• There are more single parent families
  • There are more single person households
  • There are more visible and legally recognised same sex relationships
  • There is greater ethnic diversity
  • There is greater generational diversity (as people live longer)

Key Questions

  • What are the reasons for these changes, and what is the relative importance of each reason for each change (relates to topic 2!)
  • What are the consequences of these changes
  • What do different sociological perspectives think about the decline in marriage and increase in divorce?

Topic 4 – perspectives on the extended and nuclear family in historical context

The general trend is that European societies use to have more extended families, however, with industrialisation; the nuclear family came to be the dominant family form. However, since the 1970s, the nuclear family appears to be in decline.

Key questions/ perspectives

  • Assess the Functionalist/ Marxist/ Feminist/ Postmodernist/ Late Modernist view on the role and functions of the nuclear family in society.

Topic 5 – Childhood.

The general trend here is that family life and society in general has become more child centred, and children’s lives are more regulated, although some would argue that childhood is now disappearing.

Key questions

  • Examine the ways in which childhood is socially constructed
  • Assess the view that children are better off today than in the past, now that their lives are more regulated by adults.
  • Assess the view that childhood is disappearing.

Topic 6. Demography

The general trend is that birth and death rates have both decreased and net migration to the UK has increased steadily in recent years.

Key questions

  • Why are the birth and death rates decreasing?
  • What are the causes and consequences of immigration/ emigration?

Topic 7. The family and social policy

Here we examine different perspectives on how the government should influence family life through policy

Key questions

  • Examine the relationship between social policy and any of the following – gender equality in the family, the role of children in the family, marriage/ divorce, family diversity, the place of children in the family.
  • Examine different sociological perspectives on social policy.

See this site for revision aids

Democracy in the UK – Not!

Pamela Nash - time to tweet, but not time to ask questions in Parliament?
Pamela Nash - time to tweet, but not time to ask questions in Parliament?

According to latest Private Eye – Pamela Nash, Britain’s youngest MP at 26, has only put forward one written question to parliament in the last sixth months, and spoken only six times. The Eye points out, however, that she has plenty of time to Tweet about the X factor and Corination Street.

Her predecesser in her constituency was John Reid – former Labour home secreteary – she used to be his parliamentary researcher – and when he stepped down last year, labour party members were only allowed to choose his successor from a short list of women only candidates, one of whome was Pam, meaning the local party couldn’t select the person they wanted.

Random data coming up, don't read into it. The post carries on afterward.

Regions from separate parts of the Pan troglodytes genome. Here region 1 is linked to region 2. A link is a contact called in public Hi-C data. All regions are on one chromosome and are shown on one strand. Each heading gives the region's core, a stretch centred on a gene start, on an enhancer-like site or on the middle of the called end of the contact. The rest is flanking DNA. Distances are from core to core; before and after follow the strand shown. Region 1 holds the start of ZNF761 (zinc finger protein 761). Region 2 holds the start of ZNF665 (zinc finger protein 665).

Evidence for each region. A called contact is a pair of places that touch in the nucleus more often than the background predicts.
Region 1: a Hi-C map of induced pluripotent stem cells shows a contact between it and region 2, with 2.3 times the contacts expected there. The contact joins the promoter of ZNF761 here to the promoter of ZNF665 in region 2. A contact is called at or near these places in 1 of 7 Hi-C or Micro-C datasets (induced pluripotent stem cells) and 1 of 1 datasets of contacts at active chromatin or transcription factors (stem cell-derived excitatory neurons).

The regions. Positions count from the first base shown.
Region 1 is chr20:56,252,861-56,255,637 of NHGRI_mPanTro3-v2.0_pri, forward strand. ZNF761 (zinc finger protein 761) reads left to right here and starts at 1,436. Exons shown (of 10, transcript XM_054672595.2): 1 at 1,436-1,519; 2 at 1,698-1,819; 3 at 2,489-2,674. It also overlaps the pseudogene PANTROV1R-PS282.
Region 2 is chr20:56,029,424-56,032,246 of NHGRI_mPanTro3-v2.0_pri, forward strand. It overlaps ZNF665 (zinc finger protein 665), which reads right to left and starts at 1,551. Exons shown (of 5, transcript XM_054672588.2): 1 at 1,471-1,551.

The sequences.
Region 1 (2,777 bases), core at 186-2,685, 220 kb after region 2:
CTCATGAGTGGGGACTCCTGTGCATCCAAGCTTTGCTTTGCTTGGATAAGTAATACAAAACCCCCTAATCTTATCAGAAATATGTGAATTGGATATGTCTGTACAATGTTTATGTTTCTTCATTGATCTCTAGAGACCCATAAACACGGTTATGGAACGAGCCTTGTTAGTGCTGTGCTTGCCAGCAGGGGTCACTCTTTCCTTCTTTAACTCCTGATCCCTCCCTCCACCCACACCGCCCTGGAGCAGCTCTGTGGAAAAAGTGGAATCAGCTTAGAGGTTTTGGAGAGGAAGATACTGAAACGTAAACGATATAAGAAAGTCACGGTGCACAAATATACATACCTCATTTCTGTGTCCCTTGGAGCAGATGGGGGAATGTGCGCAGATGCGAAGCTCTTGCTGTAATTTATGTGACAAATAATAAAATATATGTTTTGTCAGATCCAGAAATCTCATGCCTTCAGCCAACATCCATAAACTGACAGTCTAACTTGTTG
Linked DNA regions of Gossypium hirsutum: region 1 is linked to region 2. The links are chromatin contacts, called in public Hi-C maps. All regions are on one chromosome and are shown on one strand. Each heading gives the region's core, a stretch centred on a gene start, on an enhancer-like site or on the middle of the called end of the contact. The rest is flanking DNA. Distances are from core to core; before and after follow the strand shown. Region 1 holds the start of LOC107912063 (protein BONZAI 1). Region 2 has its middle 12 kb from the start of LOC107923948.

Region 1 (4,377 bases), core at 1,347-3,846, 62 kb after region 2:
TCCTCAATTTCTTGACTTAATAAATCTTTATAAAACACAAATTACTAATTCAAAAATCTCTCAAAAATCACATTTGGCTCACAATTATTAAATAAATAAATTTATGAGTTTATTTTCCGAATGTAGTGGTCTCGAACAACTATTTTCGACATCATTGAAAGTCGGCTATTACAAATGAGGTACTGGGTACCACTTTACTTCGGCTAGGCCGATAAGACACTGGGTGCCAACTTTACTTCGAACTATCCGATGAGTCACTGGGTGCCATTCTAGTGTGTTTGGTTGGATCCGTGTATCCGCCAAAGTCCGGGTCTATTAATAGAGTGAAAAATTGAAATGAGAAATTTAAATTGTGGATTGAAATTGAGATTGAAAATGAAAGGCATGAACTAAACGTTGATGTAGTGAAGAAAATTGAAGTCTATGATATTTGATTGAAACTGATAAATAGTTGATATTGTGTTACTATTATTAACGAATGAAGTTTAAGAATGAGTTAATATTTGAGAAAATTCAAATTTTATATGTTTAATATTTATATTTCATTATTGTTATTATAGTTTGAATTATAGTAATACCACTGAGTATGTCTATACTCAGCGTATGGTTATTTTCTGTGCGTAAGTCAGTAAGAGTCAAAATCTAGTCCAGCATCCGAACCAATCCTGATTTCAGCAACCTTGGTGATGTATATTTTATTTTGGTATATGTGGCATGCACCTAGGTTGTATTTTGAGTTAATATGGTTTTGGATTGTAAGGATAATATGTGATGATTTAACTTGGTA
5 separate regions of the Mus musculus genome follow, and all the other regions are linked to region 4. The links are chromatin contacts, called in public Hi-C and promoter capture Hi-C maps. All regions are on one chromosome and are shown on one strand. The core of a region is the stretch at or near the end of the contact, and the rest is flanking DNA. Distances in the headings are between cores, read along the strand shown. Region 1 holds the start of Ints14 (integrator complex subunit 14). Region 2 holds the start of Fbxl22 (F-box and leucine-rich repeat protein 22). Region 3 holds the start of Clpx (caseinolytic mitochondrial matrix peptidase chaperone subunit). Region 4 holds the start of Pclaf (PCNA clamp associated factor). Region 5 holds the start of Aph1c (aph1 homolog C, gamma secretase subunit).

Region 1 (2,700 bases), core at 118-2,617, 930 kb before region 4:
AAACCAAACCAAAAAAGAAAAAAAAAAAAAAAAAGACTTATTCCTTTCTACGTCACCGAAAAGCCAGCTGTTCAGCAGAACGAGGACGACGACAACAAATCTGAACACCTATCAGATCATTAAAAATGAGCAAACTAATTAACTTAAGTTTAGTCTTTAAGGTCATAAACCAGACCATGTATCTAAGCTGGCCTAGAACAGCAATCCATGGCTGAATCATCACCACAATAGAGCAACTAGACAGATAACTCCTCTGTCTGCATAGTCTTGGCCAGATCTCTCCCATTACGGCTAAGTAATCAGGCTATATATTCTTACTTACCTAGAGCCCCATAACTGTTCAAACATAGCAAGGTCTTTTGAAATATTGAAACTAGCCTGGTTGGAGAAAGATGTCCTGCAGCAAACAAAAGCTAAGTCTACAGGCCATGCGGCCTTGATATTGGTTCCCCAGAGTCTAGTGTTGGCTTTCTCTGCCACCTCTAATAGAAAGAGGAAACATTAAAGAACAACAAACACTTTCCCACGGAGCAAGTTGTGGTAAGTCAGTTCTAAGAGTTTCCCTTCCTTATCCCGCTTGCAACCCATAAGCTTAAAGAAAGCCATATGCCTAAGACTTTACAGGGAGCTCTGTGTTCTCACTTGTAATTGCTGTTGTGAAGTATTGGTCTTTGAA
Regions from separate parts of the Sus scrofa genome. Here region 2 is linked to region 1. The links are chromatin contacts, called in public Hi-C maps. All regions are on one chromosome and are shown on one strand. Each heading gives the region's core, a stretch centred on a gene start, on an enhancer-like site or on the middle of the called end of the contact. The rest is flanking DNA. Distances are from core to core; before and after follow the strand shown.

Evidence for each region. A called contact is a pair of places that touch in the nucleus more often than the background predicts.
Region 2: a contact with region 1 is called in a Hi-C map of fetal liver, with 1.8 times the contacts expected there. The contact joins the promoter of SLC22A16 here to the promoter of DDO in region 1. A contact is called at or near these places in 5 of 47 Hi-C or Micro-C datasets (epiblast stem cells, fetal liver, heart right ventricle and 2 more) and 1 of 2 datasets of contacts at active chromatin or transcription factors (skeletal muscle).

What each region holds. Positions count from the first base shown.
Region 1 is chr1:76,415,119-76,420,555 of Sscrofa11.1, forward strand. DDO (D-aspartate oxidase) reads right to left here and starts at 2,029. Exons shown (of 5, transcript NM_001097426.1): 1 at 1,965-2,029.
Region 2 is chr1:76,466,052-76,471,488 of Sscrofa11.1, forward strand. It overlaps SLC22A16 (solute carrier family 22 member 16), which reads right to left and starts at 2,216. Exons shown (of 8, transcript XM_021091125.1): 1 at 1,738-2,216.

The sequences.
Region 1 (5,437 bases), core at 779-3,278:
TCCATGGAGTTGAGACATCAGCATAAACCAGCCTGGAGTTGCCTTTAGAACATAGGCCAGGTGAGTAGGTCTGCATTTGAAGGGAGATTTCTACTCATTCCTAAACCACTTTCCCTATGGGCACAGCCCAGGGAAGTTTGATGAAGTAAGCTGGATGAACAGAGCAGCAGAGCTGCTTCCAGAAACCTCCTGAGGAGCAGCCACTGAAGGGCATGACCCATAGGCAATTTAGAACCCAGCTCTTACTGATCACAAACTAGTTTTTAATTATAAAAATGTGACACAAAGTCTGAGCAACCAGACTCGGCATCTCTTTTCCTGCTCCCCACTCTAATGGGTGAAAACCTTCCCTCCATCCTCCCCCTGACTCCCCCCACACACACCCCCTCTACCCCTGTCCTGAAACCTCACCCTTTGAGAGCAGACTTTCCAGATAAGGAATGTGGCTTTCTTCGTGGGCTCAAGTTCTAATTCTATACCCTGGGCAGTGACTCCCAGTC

So we’ve ended up with this wet twitterer instead of someone who maybe would have spent time being just a little more active in Parliament?

Or perhaps she thinks her inane twitterings make her more accessible to the public –

one of her latest – ‘go get a sledge! You’ll feel ten again and Christmassy in five mins x’


Agenda Setting round up

Some recent examples of agenda setting in the news – both taken from Private Eye –

Firstly, on December 15th, the BBC devoted 3 minutes of air time to promoting its remake of ‘Upstairs Downstairs’ – more important than providing more detailed analysis of other events that day?

Secondly – you may remember way back in 2008 – the Sun expressed a lot of moral outrage criticising Jonathan Ross and Russel Brand for being ‘loud mouth’ twitts when they they made a late night abusive phone call to Andrew Sachs. This week, however, they didn’t mention at all Frankie Boyle’s sick jokes about Jordan’s disabled son – perhaps because he doesn’t work for the BBC and perhaps because he writes for the Sun?

End of term Christmas Movie – might’ve been Fight Club

Definately one of the most ‘sociological movies’ of all time – fighting for the boys, Brad Pitt for the girls, and Meatloaf for us all! Perfect for the end of term. A quote from the movie…

“God dammit, an entire generation pumping gas, waiting tables, slaves with white collars. Advertising has us chasing cars and clothes, working jobs we hate so we can buy shit that we don’t need. We’re the middle children of history man, no purpose, no place, we have no great new war, no great depression, our great war’s a spiritual war, our great depression is our lives. We’ve all been raised on television to believe that one day we’ll be millionnaires and movie gods and rock stars, but we wont’t.. and we’re slowly learning that fact, and we’re very, very pissed off.”